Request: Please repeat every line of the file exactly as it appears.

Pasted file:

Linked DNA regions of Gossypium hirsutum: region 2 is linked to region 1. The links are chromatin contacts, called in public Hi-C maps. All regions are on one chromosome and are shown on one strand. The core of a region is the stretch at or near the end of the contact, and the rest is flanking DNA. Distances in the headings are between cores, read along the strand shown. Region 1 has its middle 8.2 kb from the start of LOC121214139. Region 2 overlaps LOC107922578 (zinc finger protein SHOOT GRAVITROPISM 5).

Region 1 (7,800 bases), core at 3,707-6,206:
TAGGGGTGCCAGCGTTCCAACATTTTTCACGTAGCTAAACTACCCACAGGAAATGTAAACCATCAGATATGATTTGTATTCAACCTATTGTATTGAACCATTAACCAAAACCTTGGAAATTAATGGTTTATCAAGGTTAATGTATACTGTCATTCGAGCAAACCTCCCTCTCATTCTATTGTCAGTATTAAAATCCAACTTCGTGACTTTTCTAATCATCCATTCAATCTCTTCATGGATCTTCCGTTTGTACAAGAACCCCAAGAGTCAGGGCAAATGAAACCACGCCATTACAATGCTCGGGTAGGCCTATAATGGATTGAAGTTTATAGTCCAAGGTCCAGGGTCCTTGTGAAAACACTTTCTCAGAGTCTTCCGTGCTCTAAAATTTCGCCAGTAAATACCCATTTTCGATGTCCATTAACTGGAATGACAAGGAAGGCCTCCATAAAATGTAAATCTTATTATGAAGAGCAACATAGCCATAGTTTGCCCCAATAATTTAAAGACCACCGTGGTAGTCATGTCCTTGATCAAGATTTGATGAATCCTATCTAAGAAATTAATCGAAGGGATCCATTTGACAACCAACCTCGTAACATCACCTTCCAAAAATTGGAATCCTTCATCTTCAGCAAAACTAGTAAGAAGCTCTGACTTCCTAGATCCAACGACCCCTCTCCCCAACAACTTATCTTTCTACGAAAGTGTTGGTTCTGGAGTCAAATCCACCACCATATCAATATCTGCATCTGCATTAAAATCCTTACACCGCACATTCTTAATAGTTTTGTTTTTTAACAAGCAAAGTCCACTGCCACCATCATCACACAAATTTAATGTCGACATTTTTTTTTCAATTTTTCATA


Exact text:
Linked DNA regions of Gossypium hirsutum: region 2 is linked to region 1. The links are chromatin contacts, called in public Hi-C maps. All regions are on one chromosome and are shown on one strand. The core of a region is the stretch at or near the end of the contact, and the rest is flanking DNA. Distances in the headings are between cores, read along the strand shown. Region 1 has its middle 8.2 kb from the start of LOC121214139. Region 2 overlaps LOC107922578 (zinc finger protein SHOOT GRAVITROPISM 5).

Region 1 (7,800 bases), core at 3,707-6,206:
TAGGGGTGCCAGCGTTCCAACATTTTTCACGTAGCTAAACTACCCACAGGAAATGTAAACCATCAGATATGATTTGTATTCAACCTATTGTATTGAACCATTAACCAAAACCTTGGAAATTAATGGTTTATCAAGGTTAATGTATACTGTCATTCGAGCAAACCTCCCTCTCATTCTATTGTCAGTATTAAAATCCAACTTCGTGACTTTTCTAATCATCCATTCAATCTCTTCATGGATCTTCCGTTTGTACAAGAACCCCAAGAGTCAGGGCAAATGAAACCACGCCATTACAATGCTCGGGTAGGCCTATAATGGATTGAAGTTTATAGTCCAAGGTCCAGGGTCCTTGTGAAAACACTTTCTCAGAGTCTTCCGTGCTCTAAAATTTCGCCAGTAAATACCCATTTTCGATGTCCATTAACTGGAATGACAAGGAAGGCCTCCATAAAATGTAAATCTTATTATGAAGAGCAACATAGCCATAGTTTGCCCCAATAATTTAAAGACCACCGTGGTAGTCATGTCCTTGATCAAGATTTGATGAATCCTATCTAAGAAATTAATCGAAGGGATCCATTTGACAACCAACCTCGTAACATCACCTTCCAAAAATTGGAATCCTTCATCTTCAGCAAAACTAGTAAGAAGCTCTGACTTCCTAGATCCAACGACCCCTCTCCCCAACAACTTATCTTTCTACGAAAGTGTTGGTTCTGGAGTCAAATCCACCACCATATCAATATCTGCATCTGCATTAAAATCCTTACACCGCACATTCTTAATAGTTTTGTTTTTTAACAAGCAAAGTCCACTGCCACCATCATCACACAAATTTAATGTCGACATTTTTTTTTCAATTTTTCATA